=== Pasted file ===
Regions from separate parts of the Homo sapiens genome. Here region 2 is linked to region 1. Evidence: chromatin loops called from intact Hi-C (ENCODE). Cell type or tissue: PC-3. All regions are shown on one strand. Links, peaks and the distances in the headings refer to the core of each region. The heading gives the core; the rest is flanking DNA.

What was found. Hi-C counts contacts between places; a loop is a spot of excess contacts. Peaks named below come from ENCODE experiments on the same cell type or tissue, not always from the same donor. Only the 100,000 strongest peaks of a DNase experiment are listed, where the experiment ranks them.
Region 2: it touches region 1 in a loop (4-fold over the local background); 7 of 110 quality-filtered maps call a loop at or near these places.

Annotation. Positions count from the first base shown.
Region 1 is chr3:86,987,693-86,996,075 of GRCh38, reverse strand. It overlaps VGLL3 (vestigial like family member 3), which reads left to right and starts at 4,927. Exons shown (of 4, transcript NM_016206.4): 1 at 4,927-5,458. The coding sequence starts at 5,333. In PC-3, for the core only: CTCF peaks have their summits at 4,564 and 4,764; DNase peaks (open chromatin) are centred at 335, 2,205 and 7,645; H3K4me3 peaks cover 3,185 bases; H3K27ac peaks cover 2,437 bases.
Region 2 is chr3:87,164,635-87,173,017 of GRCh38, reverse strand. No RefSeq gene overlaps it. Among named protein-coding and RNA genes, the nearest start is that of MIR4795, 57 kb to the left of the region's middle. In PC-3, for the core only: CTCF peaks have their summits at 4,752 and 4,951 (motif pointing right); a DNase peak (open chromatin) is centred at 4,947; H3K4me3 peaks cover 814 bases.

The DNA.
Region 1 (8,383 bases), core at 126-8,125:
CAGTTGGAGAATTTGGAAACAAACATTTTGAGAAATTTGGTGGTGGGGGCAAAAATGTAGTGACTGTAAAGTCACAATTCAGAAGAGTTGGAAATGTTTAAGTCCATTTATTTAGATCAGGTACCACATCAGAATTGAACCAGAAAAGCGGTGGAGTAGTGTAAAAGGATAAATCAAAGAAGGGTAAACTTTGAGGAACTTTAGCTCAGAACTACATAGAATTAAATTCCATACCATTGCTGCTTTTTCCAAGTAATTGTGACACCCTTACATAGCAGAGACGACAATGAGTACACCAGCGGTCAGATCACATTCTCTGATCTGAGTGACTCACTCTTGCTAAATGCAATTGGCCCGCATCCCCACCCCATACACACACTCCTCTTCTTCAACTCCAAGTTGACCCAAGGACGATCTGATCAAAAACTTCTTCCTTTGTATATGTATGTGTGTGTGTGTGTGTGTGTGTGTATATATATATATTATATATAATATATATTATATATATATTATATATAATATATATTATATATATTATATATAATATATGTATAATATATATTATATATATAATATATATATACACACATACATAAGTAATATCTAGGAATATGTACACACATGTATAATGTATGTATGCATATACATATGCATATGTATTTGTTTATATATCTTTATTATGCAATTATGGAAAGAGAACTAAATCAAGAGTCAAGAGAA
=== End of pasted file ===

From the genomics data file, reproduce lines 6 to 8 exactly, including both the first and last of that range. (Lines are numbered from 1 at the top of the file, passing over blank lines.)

Region 2 is chr3:87,164,635-87,173,017 of GRCh38, reverse strand. No RefSeq gene overlaps it. Among named protein-coding and RNA genes, the nearest start is that of MIR4795, 57 kb to the left of the region's middle. In PC-3, for the core only: CTCF peaks have their summits at 4,752 and 4,951 (motif pointing right); a DNase peak (open chromatin) is centred at 4,947; H3K4me3 peaks cover 814 bases.

The DNA.
Region 1 (8,383 bases), core at 126-8,125: